NH Division of Public Health Recognizes “Don’t Fry Day”

Concord, NH - Friday, May 24, 2013 is “Don’t Fry Day.” The National Council

on Skin Cancer Prevention has designated the Friday before Memorial Day as

a day to increase awareness about sun safety practices, eliminating

ultraviolet (UV) radiation overexposure, and preventing skin cancer.

Skin cancer is the most common type of cancer in the country, and the

percentage of people who develop melanoma has more than doubled in the past

30 years. This year alone, the American Cancer Society estimates there will

be more than 76,250 new cases of malignant melanoma, the most serious form

of skin cancer, and more than 2 million new cases of basal cell and

squamous cell skin cancers in the United States.

The majority of melanomas result from exposure to UV rays from the sun,

indoor tanning beds, and sunlamps. Over the past 30 years, the number of

melanoma cases has increased more than any other cancer in both New

Hampshire and the U.S. In 2013, an estimated 350 New Hampshire residents

will be newly diagnosed with melanoma, and about 40 will die from the


A recent issue brief released by the New Hampshire Environmental Public

Health Tracking Program (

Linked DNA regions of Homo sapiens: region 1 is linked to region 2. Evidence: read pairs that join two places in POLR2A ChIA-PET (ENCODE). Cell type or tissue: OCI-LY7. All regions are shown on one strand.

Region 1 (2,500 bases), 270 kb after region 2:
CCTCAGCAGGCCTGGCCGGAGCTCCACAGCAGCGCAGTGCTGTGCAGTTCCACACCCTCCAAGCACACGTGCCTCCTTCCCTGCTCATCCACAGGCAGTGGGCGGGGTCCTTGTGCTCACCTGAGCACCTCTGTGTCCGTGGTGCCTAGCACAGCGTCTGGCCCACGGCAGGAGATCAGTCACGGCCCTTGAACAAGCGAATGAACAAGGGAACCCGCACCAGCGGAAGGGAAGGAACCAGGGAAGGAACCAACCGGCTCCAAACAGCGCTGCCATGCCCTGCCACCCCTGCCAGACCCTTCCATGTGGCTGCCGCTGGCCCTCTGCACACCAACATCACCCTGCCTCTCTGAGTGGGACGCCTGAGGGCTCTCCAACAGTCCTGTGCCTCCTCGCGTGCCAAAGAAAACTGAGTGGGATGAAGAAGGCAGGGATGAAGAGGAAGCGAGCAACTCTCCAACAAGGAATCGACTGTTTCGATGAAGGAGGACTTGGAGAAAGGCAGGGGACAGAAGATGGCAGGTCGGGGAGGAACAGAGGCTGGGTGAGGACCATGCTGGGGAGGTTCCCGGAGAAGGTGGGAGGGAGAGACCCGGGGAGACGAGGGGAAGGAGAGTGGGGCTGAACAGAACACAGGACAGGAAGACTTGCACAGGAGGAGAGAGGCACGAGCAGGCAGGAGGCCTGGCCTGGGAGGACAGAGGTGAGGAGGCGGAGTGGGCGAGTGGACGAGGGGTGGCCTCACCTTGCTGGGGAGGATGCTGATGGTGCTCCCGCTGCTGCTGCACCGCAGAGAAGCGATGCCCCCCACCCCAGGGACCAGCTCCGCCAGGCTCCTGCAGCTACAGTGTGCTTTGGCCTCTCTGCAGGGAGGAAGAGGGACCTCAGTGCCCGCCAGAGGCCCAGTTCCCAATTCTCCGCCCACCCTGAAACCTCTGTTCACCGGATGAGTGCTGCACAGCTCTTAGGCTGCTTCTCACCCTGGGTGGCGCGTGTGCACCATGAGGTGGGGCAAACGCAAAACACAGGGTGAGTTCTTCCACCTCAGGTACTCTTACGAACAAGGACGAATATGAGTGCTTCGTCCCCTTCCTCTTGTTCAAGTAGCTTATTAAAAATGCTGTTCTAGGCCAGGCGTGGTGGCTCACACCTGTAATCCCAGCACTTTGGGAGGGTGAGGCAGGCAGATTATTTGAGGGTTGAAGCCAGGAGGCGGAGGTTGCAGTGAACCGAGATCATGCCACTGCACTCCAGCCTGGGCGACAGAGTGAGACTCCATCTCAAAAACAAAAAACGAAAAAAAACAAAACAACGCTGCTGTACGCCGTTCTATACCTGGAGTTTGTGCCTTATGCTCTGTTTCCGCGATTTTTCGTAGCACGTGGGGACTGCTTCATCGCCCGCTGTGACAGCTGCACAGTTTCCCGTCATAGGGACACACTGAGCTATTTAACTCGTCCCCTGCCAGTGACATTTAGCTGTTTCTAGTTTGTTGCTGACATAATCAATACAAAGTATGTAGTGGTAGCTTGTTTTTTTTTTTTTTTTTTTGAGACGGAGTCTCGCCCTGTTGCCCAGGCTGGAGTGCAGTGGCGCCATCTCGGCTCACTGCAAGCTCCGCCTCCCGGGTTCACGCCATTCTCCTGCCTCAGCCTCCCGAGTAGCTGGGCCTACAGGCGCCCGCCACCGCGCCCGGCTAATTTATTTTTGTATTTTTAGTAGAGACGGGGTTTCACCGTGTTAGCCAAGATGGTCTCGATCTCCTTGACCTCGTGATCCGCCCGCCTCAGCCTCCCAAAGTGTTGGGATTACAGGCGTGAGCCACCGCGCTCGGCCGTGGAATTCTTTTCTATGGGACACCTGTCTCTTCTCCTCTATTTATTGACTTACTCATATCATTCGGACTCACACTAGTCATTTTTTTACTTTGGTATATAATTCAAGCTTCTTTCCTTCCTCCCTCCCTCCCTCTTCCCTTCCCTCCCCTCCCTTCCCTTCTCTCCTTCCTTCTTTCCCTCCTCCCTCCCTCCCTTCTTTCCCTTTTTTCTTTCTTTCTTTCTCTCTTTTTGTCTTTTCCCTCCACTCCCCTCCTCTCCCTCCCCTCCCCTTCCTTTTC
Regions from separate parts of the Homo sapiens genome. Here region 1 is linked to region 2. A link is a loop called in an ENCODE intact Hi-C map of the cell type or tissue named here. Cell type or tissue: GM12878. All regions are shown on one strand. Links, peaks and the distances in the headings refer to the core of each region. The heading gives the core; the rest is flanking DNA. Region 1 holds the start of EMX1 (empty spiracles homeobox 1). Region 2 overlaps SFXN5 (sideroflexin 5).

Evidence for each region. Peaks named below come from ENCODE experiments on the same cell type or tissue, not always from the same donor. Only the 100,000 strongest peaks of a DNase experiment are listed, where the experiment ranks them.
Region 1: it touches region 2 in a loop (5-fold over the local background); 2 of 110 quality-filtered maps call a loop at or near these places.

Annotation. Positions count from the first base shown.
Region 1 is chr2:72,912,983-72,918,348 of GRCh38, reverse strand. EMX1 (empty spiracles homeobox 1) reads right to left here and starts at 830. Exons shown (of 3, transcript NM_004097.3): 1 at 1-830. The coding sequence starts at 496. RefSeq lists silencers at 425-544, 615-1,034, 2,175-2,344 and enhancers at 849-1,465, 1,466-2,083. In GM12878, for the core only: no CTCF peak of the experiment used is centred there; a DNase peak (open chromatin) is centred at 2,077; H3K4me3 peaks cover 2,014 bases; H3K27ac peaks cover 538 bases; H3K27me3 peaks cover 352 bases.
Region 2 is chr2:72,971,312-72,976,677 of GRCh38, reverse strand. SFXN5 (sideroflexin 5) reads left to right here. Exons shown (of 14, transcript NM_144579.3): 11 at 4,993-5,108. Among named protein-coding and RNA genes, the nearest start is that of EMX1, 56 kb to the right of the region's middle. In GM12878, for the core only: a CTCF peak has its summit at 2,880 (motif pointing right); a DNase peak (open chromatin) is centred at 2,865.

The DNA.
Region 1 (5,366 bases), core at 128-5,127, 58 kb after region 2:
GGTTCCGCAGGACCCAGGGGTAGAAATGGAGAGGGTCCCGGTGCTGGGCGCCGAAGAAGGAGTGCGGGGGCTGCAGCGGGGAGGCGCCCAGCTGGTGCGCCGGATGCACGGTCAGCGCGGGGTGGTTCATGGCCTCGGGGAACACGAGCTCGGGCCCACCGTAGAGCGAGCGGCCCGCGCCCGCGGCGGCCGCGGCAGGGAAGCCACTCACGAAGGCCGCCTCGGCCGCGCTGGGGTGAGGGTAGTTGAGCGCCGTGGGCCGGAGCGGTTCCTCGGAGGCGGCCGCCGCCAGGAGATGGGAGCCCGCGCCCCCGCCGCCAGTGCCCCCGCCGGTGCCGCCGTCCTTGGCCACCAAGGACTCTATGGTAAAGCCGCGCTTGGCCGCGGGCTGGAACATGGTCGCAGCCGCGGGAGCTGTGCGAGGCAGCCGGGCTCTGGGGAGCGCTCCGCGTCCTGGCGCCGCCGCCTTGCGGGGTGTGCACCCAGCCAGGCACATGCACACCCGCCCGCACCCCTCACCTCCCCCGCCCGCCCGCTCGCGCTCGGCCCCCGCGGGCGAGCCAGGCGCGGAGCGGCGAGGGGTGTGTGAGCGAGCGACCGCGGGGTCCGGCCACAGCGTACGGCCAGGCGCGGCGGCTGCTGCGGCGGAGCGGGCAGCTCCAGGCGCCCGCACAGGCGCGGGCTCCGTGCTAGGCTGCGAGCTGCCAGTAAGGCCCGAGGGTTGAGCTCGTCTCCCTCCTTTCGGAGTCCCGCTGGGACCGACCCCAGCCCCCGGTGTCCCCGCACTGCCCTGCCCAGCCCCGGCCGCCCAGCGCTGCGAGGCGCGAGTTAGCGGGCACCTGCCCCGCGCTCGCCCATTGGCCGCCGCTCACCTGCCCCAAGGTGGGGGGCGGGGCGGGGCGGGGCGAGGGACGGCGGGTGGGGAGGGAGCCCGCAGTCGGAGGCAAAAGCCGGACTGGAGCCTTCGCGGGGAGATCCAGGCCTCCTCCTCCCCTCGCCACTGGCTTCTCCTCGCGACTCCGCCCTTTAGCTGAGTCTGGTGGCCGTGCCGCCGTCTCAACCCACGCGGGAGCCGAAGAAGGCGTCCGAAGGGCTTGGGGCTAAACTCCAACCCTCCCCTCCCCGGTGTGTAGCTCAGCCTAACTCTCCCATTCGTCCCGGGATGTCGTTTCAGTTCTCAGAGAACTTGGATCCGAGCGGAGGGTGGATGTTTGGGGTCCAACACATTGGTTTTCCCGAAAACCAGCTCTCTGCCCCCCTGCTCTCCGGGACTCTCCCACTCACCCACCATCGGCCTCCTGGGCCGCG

www.nh.gov/epht/publications/documents/melanoma-issue-brief.pdf) highlights

that a growing number of young New Hampshire women have been diagnosed with

melanoma. Many young women are using indoor tanning. Using a tanning bed is

particularly dangerous for younger users; people who begin tanning before

age 35 have a 75% higher risk of melanoma.

“Most skin cancers are caused by overexposure to UV radiation,” said Dr.

José Montero, Director of Public Health at the New Hampshire Department of

Health and Human Services. “Unfortunately here in New Hampshire we have

seen an increase in cases lately, particularly among young women. There

are, however, prevention tips everyone can and should follow when it comes

to sun exposure.”

The following tips will help to keep you and your family sun safe this


Avoid getting a sunburn

Avoid sun tanning and tanning beds

Seek shade (between 10:00 am to 4:00 pm when sun’s rays are


Cover up; wear sun-protective clothing

Wear sunglasses with 99-100% UVA/UVB protection

Use sunscreen (SPF 30 or higher)

There is also some important information everyone should know about

sunscreens. New Food and Drug Administration regulations do not allow

sunscreens to use the words “sunblock,” “waterproof,” or “sweatproof”

because all sunscreens need to be reapplied every two hours, and more often

if you are in and out of water or sweating. Sunscreen products that pass

the broad spectrum test are allowed to be labeled as “broad spectrum.”

These “broad spectrum” sunscreens protect against both UVA and UVB rays.

“Fortunately, skin cancer is highly curable if found early and it can be

prevented,” continued Montero. “The best way to detect skin cancer early is

to examine your skin regularly and recognize changes in moles and skin

growths. Talk with your healthcare professional if you have specific


For more information about Don’t Fry Day, go to

www.epa.gov/sunwise/dfdpledge.html  For more information about sun safety

and skin cancer prevention, visit